The easiest films to get scanned are color print and C41 processed black and white. Often you can simply have scans done at the same time you are getting the film processed. Those aren't as high quality as when you do it yourself or have a pro lab do the scans, though. When I'm doing scans myself, I prefer to use color slide films, but they are harder to get processed now.


On the plus side, E-6 slide films are pretty easy to process yourself. I used to buy all my Kodak film in 200 foot rolls and load up my own cassettes, then process it when I got home, not quite as instant as digital but at least I could see my results the same day. It was also a lot cheaper that way. Of course, the Kodak film wasn't always what I wanted to use and the Fuji came ready loaded and process paid, so that just got stuffed into the envelopes and sent off. Cost more that way though.

amfoto1 wrote in post #13016899 (external link)
Have fun with the camera. There are lots of great old FD/FL lenses available relatively cheapely, too, if you need or want some additional.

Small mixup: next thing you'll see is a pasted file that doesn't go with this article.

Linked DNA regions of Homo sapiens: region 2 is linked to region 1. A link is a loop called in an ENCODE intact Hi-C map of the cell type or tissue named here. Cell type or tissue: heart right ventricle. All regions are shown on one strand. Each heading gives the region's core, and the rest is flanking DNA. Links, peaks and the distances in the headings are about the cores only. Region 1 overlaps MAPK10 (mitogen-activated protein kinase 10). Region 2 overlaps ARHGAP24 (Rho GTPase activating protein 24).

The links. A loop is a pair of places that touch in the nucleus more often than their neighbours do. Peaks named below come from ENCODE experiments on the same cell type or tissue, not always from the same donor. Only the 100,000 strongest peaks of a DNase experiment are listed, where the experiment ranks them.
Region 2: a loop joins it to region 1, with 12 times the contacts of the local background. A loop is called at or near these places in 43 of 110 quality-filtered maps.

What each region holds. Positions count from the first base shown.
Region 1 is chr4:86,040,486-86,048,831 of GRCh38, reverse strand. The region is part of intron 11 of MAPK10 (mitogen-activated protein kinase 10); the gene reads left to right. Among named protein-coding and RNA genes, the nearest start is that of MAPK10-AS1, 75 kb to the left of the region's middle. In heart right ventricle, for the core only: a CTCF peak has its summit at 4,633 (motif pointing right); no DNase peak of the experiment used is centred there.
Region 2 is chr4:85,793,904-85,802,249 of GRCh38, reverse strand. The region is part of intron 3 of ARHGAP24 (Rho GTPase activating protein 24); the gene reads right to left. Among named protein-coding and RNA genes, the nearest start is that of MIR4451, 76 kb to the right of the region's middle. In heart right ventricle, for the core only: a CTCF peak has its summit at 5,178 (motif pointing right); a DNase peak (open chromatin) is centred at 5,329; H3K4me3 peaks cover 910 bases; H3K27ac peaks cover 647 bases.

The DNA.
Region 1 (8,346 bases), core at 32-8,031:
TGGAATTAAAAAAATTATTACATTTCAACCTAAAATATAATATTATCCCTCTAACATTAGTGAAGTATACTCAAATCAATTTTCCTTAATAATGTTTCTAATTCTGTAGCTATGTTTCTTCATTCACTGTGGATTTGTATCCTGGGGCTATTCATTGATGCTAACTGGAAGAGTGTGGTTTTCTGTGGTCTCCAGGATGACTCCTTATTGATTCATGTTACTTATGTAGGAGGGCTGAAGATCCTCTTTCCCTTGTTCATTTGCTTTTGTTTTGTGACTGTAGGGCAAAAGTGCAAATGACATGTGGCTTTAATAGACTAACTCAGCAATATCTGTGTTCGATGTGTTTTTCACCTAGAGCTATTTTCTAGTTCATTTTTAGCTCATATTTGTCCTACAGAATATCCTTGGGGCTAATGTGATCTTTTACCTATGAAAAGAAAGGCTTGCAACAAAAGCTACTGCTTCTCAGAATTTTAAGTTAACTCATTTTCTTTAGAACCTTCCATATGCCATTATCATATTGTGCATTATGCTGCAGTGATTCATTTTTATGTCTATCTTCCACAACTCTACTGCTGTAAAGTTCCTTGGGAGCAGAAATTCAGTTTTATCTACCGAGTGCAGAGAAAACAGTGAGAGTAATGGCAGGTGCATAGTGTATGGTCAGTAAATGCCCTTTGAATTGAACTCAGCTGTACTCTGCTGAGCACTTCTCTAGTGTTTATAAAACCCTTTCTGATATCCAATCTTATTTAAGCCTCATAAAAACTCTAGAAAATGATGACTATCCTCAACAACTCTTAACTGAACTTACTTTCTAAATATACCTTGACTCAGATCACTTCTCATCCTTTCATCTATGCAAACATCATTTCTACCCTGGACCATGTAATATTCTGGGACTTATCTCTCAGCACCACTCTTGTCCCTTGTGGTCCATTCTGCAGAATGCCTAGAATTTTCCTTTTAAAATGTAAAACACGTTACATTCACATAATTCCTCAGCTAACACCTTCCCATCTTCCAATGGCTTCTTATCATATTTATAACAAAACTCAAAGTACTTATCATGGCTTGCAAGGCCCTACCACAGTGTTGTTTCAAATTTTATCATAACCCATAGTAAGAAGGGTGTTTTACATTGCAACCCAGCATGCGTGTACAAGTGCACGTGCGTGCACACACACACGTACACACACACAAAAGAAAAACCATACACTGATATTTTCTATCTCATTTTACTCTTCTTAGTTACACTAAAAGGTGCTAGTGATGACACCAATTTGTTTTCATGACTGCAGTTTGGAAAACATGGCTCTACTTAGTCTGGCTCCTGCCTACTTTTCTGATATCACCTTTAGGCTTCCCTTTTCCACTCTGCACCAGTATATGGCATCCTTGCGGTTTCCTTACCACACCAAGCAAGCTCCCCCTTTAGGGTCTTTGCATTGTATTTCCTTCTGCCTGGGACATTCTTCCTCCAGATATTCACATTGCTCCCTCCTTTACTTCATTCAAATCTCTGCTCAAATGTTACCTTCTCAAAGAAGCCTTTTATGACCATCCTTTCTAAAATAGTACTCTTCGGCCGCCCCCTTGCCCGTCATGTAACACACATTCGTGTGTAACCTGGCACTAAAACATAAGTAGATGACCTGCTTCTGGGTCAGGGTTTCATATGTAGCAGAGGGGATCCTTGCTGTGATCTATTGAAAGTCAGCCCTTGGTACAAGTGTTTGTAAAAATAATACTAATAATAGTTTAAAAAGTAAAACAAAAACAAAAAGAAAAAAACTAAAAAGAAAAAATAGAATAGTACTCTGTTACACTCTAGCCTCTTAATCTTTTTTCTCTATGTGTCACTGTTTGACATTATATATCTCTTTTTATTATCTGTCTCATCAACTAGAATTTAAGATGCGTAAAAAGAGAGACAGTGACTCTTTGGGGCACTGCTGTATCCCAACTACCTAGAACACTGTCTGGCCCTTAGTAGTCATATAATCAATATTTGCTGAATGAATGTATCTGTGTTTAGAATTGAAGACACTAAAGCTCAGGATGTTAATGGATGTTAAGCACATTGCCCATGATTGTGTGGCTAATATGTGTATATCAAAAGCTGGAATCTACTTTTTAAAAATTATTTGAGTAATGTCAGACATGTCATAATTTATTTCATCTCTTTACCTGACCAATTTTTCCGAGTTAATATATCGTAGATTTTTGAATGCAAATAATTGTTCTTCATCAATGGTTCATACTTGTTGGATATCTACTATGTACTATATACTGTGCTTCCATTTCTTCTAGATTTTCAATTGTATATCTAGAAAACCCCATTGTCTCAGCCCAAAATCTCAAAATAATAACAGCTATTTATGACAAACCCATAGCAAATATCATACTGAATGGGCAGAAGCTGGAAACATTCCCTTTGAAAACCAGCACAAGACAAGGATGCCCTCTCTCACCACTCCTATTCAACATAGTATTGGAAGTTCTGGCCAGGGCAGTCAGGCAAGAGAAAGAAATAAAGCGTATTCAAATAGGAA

Yeah, tell me about it. I have 8 or 9 old FD lenses gathering dust (metaphorically) which aren't worth enough for me to justify selling them.

One day I will break out the old A-1, AE-1 and T-70 (I never did manage to afford a T-90, although I got to use one a few times) and give film another whirl. Although it will be a relatively costly experience, particularly without my darkroom, compared to shooting digital. Still, the threads that pop up like this one always get me hankering to reacquaint myself with some old friends. Ones that I shared some great adventures with, for over 20 years, and don't deserve to lie dormant in a couple of old aluminium cases.




  
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rxjohn
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Aug 29, 2011 07:23 |  #30

sandpiper wrote in post #13017723 (external link)
Yeah, tell me about it. I have 8 or 9 old FD lenses gathering dust (metaphorically) which aren't worth enough for me to justify selling them.

One day I will break out the old A-1, AE-1 and T-70 (I never did manage to afford a T-90, although I got to use one a few times) and give film another whirl. Although it will be a relatively costly experience, particularly without my darkroom, compared to shooting digital. Still, the threads that pop up like this one always get me hankering to reacquaint myself with some old friends. Ones that I shared some great adventures with, for over 20 years, and don't deserve to lie dormant in a couple of old aluminium cases.


It's not all lost. You can use an adapter (without glass) on Micro 4/3 camera and put your FD lenses back to work.